ABSTRACT: All phosphagen kinases contain a conserved cysteine residue which has been shown by crystallographic studies, on both creatine kinase and arginine kinase, to be located in the active site. There are conflicting reports as to whether this cysteine is essential for catalysis. In this study we have used site-directed mutagenesis to replace Cys282 of human muscle creatine kinase with serine and methionine. In addition, we have replaced Cys282, conserved across all creatine kinases, with alanine. No activity was found with the C282M mutant. The C282S mutant showed significant, albeit greatly reduced, activity in both the forward (creatine phosphorylation) and reverse (MgADP phosphorylation) reactions. The K(m) for creatine was increased approximately 10-fold, but the K(m) for phosphocreatine was relatively unaffected. The V and V/K pH-profiles for the wild-type enzyme were similar to those reported for rabbit muscle creatine kinase, the most widely studied creatine kinase isozyme. However, the V/K(creatine) profile for the C282S mutant was missing a pK of 5.4. This suggests that Cys282 exists as the thiolate anion, and is necessary for the optimal binding of creatine. The low pK of Cys282 was also determined spectrophotometrically and found to be 5.6 +/- 0.1. The S284A mutant was found to have reduced catalytic activity, as well as a 15-fold increase in K(m) for creatine. The pK(a) of Cys282 in this mutant was found to be 6.7 +/- 0.1, indicating that H-bonding to Ser284 is an important, but not the sole, factor contributing to the unusually low pK(a) of Cys282.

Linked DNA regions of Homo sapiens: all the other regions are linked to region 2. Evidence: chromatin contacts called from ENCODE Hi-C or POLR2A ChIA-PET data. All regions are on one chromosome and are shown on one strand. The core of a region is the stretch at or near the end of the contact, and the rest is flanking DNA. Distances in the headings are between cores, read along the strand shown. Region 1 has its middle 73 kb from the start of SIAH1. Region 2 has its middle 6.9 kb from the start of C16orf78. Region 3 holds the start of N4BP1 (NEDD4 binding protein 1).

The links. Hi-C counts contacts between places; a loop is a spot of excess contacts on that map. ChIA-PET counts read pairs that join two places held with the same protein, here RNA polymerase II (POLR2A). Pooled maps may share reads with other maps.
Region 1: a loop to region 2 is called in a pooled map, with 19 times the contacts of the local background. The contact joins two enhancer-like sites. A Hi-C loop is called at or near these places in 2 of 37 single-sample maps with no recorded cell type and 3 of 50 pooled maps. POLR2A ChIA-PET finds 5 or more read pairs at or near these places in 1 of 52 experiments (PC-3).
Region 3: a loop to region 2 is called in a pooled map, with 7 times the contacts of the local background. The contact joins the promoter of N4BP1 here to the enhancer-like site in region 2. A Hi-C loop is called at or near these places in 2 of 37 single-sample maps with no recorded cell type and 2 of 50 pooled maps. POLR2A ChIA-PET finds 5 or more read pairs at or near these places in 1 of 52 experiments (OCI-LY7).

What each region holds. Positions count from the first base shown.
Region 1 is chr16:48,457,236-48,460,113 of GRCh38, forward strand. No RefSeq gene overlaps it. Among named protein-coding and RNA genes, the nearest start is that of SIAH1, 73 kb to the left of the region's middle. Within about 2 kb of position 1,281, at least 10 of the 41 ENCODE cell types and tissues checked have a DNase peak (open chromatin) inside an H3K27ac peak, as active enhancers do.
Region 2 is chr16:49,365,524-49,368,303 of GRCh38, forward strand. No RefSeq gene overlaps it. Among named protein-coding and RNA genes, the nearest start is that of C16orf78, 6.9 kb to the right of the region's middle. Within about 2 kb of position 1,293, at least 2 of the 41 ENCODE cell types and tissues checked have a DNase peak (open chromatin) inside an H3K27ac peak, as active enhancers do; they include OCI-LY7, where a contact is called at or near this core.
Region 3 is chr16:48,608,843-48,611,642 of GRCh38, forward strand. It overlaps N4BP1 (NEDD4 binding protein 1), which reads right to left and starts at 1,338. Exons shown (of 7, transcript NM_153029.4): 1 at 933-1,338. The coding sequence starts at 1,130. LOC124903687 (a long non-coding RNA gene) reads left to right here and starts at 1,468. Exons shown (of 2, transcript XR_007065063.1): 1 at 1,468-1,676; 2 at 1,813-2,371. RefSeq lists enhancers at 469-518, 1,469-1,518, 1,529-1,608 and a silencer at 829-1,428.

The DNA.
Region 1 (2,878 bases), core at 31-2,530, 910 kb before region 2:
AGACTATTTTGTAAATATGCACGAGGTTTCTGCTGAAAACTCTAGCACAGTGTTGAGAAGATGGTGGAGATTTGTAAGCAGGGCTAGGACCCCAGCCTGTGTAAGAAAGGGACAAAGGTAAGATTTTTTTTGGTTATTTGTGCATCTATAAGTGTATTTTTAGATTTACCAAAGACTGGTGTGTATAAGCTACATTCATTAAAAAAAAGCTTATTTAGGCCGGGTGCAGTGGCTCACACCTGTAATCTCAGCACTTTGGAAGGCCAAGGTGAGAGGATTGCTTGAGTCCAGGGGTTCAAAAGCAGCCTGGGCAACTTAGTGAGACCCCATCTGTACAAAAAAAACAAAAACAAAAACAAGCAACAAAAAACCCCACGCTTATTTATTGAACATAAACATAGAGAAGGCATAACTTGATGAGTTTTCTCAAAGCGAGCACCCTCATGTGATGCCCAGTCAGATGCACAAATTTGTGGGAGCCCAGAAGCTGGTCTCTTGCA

Biochemistry 11/2001; 40(39):11698-705. · 3.42 Impact Factor